This article is from the Puzzles FAQ, by Chris Cole chris@questrel.questrel.com and Matthew Daly mwdaly@pobox.com with numerous contributions by others.

Someone has prepared two envelopes containing money. One contains twice as

much money as the other. You have decided to pick one envelope, but then the

following argument occurs to you: Suppose my chosen envelope contains $X,

then the other envelope either contains $X/2 or $2X. Both cases are

equally likely, so my expectation if I take the other envelope is

.5 * $X/2 + .5 * $2X = $1.25X, which is higher than my current $X, so I

should change my mind and take the other envelope. But then I can apply the

argument all over again. Something is wrong here! Where did I go wrong?

In a variant of this problem, you are allowed to peek into the envelope

you chose before finally settling on it. Suppose that when you peek you

see $100. Should you switch now?

decision/envelope.s

Let's follow the argument carefully, substituting real numbers for

variables, to see where we went wrong. In the following, we will assume

the envelopes contain $100 and $200. We will consider the two equally

likely cases separately, then average the results.

First, take the case that X=$100.

"I have $100 in my hand. If I exchange I get $200. The value of the exchange

is $200. The value from not exchanging is $100. Therefore, I gain $100

by exchanging."

Second, take the case that X=$200.

"I have $200 in my hand. If I exchange I get $100. The value of the exchange

is $100. The value from not exchanging is $200. Therefore, I lose $100

by exchanging."

Now, averaging the two cases, I see that the expected gain is zero.

So where is the slip up? In one case, switching gets X/2 ($100), in the

other case, switching gets 2X ($200), but X is different in the two

cases, and I can't simply average the two different X's to get 1.25X.

I can average the two numbers ($100 and $200) to get $150, the expected

value of switching, which is also the expected value of not switching,

but I cannot under any circumstances average X/2 and 2X.

This is a classic case of confusing variables with constants.

OK, so let's consider the case in which I looked into the envelope and

found that it contained $100. This pins down what X is: a constant.

Now the argument is that the odds of $50 is .5 and the odds of $200

is .5, so the expected value of switching is $125, so we should switch.

However, the only way the odds of $50 could be .5 and the odds of $200

could be .5 is if all integer values are equally likely. But any

probability distribution that is finite and equal for all integers

would sum to infinity, not one as it must to be a probability distribution.

Thus, the assumption of equal likelihood for all integer values is

self-contradictory, and leads to the invalid proof that you should

always switch. This is reminiscent of the plethora of proofs that 0=1;

they always involve some illegitimate assumption, such as the validity

of division by zero.

Limiting the maximum value in the envelopes removes the self-contradiction

and the argument for switching. Let's see how this works.

Suppose all amounts up to $1 trillion were equally likely to be

found in the first envelope, and all amounts beyond that would never

appear. Then for small amounts one should indeed switch, but not for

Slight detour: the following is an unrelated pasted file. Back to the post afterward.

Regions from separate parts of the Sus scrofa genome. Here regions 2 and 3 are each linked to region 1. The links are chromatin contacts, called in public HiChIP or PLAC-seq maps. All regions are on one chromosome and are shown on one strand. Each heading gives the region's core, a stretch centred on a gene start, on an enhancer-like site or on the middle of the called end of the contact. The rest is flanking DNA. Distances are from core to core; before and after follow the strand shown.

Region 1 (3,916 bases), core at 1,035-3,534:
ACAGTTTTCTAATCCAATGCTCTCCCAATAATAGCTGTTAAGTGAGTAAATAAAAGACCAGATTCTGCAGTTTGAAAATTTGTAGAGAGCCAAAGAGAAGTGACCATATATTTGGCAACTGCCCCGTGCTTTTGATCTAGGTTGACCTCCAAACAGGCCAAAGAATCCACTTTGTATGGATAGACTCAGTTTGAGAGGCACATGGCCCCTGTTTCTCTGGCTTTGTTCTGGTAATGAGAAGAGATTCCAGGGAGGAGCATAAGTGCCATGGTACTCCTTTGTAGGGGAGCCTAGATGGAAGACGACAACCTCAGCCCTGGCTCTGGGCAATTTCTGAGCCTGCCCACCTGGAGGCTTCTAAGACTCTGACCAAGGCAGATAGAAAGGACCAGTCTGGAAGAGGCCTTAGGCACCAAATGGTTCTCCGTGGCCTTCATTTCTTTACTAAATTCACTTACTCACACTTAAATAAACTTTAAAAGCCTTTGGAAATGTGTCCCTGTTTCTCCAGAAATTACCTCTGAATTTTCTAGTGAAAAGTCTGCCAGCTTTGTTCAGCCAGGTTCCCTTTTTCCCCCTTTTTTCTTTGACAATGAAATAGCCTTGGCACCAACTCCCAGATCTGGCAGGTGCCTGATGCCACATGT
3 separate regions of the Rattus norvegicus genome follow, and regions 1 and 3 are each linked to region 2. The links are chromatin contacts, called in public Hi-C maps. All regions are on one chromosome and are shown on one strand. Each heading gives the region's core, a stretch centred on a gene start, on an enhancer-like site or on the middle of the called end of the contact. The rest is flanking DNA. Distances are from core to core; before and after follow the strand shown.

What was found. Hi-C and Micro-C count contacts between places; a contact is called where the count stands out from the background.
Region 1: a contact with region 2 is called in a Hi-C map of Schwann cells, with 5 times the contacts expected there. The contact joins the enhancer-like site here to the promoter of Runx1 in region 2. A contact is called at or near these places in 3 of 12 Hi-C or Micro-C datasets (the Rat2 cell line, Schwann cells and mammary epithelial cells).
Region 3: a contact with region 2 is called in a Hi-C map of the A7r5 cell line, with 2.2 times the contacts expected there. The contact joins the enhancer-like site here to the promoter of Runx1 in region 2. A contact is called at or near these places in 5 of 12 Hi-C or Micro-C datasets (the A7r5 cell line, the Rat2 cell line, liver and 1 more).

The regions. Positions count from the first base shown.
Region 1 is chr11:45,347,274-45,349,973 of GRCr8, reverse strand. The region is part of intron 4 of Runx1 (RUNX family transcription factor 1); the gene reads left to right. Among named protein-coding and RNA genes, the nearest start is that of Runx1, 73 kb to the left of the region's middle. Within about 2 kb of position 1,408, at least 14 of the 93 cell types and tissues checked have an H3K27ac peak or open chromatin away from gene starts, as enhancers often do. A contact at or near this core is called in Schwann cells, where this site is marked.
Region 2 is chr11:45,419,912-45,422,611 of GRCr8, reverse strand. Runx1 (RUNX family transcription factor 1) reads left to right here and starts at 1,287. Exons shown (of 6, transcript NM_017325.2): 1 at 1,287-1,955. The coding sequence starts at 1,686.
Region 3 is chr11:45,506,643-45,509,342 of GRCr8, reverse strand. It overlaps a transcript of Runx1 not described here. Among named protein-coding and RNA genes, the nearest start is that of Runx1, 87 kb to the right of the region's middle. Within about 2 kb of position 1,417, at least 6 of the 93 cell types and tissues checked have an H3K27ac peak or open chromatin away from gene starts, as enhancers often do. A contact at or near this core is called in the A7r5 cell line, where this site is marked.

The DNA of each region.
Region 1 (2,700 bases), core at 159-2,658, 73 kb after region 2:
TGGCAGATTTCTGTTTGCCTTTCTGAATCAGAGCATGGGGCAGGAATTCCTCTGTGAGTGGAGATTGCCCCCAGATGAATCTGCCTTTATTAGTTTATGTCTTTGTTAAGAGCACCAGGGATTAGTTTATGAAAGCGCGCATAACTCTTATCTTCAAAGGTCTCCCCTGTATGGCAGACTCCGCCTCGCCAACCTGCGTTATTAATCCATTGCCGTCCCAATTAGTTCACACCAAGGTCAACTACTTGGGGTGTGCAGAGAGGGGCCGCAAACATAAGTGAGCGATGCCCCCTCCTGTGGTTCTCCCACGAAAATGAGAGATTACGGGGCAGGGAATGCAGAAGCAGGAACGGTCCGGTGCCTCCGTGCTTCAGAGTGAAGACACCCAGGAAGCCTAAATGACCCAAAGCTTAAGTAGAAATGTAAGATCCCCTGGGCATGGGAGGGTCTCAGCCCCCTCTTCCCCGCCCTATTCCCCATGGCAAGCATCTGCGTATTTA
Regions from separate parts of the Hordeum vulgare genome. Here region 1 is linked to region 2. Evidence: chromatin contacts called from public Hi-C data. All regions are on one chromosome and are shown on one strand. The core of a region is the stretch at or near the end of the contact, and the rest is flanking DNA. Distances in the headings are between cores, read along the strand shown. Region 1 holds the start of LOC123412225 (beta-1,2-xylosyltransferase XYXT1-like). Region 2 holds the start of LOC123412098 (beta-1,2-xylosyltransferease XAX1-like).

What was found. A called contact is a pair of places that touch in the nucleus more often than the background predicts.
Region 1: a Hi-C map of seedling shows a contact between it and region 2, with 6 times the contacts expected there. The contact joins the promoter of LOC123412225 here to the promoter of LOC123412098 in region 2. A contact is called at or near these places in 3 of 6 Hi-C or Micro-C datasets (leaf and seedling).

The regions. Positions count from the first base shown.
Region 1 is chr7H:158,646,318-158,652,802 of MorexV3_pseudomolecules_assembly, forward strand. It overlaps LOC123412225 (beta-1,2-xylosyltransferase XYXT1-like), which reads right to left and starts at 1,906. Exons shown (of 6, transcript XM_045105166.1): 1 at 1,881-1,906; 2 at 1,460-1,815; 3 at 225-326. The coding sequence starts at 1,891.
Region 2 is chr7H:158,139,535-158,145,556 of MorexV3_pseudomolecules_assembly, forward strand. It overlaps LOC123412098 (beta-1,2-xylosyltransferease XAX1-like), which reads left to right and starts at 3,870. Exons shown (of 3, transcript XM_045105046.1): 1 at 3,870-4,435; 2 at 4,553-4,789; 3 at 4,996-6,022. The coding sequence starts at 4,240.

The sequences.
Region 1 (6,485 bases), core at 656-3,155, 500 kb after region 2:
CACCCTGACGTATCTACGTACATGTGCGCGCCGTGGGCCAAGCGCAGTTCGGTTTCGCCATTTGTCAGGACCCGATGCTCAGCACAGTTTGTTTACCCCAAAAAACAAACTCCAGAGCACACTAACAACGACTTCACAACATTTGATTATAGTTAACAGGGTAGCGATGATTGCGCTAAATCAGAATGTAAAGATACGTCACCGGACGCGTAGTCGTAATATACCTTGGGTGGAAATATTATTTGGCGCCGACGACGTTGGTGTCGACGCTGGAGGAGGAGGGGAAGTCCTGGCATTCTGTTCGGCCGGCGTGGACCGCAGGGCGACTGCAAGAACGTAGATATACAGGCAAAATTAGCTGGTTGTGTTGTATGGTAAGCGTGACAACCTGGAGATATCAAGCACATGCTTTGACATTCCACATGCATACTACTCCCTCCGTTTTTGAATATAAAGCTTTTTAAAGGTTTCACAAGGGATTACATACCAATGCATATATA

amounts above $500 billion. The strategy of always switching would pay

off for most reasonable amounts but would lead to disastrous losses for

large amounts, and the two would balance each other out.

For those who would prefer to see this worked out in detail:

Assume the smaller envelope is uniform on [$0,$M], for some value

of $M. What is the expectation value of always switching? A quarter of

the time $100 >= $M (i.e. 50% chance $X is in [$M/2,$M] and 50% chance

the larger envelope is chosen). In this case the expected switching

gain is -$50 (a loss). Thus overall the always switch policy has an

expected (relative to $100) gain of (3/4)*$50 + (1/4)*(-$50) = $25.

However the expected absolute gain (in terms of M) is:

/ M | g f(g) dg, [ where f(g) = (1/2)*Uniform[0,M)(g) + /-M (1/2)*Uniform(-M,0](g). ] = 0. QED.

OK, so always switching is not the optimal switching strategy. Surely

there must be some strategy that takes advantage of the fact that we

looked into the envelope and we know something we did not know before

we looked.

Well, if we know the maximum value $M that can be in the smaller envelope,

then the optimal decision criterion is to switch if $100 < $M, otherwise stick.

The reason for the stick case is straightforward. The reason for the

switch case is due to the pdf of the smaller envelope being twice as

high as that of the larger envelope over the range [0,$M). That is, the

expected gain in switching is (2/3)*$100 + (1/3)*(-$50) = $50.

What if we do not know the maximum value of the pdf? You can exploit

the "test value" technique to improve your chances. The trick here is

to pick a test value T. If the amount in the envelope is less than the

test value, switch; if it is more, do not. This works in that if T happens

to be in the range [M,2M] you will make the correct decision. Therefore,

assuming the unknown pdf is uniform on [0,M], you are slightly better off

with this technique.

Of course, the pdf may not even be uniform, so the "test value" technique

may not offer much of an advantage. If you are allowed to play the game

repeatedly, you can estimate the pdf, but that is another story...

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